The numbers are astounding: Approximately 4,400 apartment and condominium units are under construction in Boston, Cambridge, and Somerville, according to my friend Paul McMorrow, who did the math. But that number is only half of what is in the pipeline in the same geography. From Jackson Square, to Downtown Crossing, the Seaport to Northpoint and Assembly Square, that’s a lot of housing – and it’s a lot to hit the market within a relatively short time period, making the competition for consumer mind-share fierce among developers.
But first, who’s going to live there? Since all of these units are urban, and quite a few will be super-small “micro units,” it’s clear that developers are targeting Millennials, also known as Echo Boomers. There are about 80 million of this cohort in the U.S. Born between 1980 and 1995, they’re the largest population group since the Baby Boomers.
About 15 million Echo Boomers will enter the prime renter age of 18 to 34 this decade. They want to live in 24-7 urban areas, rather than in the suburbs. They’re willing to accept smaller units in return for downtown living. That’s all great news. The challenge – and the opportunity – lies in the fact that they’re a notoriously tech savvy group, which means the old ways of trying to market properties won’t necessarily apply for this real estate cycle.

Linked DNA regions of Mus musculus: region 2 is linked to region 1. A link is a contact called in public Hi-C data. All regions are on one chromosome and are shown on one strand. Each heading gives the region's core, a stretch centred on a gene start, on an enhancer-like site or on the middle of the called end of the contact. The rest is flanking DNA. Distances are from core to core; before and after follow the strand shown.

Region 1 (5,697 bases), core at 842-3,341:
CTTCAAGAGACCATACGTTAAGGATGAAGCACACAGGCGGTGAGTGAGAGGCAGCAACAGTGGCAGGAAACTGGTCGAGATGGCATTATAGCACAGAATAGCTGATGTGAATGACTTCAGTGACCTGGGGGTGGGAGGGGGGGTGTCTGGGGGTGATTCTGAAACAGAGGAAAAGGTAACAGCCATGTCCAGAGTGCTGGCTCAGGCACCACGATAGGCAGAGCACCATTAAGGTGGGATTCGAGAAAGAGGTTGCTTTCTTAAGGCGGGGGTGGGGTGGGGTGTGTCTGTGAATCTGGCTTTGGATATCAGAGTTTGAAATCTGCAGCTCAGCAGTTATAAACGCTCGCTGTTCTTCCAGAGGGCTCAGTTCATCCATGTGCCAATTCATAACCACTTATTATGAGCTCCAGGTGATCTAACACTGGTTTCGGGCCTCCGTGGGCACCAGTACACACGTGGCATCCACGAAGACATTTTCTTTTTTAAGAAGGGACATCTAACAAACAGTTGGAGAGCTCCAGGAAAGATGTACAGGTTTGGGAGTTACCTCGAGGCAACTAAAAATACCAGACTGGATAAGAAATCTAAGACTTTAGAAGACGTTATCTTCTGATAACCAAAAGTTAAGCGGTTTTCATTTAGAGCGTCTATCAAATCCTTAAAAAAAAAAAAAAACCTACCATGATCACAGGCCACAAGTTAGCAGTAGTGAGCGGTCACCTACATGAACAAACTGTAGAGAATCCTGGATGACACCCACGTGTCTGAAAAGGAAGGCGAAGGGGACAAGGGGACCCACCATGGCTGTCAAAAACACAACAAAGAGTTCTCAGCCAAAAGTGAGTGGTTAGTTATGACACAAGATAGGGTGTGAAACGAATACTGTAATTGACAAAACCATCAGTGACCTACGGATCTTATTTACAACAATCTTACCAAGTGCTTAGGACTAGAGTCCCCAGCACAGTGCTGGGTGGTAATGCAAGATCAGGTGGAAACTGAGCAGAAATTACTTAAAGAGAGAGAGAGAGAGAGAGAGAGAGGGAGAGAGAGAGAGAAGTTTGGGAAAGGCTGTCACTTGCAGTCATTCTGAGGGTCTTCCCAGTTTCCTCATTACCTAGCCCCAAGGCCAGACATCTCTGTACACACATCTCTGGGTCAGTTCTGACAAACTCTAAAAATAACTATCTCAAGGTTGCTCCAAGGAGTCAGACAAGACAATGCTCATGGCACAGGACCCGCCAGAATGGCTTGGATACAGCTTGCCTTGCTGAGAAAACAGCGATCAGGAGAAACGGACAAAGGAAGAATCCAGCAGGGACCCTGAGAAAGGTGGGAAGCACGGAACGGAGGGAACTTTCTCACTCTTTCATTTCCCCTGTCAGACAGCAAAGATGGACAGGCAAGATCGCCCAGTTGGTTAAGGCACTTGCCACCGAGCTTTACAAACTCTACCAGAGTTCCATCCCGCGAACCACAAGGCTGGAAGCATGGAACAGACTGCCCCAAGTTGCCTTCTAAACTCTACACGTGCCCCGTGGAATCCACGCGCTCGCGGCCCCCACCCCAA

And yet when you Google “apartments in Boston” the major sites that come up do not include social media, blogs, video on their websites; nor do they have any content that speaks to this demographic. There is no information for one friend to share with another. No reason for those who may be hunting for an apartment to keep coming back to the site or to connect with the brand.
The challenge for developers will be in finding ways to reach this audience – beyond the occasional blog post or sporadic tweet -- without directly selling to them. Having a strong thought leadership platform around sustainability or walkable neighborhoods would help. Producing content that entertains engages or informs – (Five Things You Didn’t Know About Somerville, for example) rather than listing amenities and price per square foot – helps.
And of course, all of this needs to happen via the channels that they are paying attention to.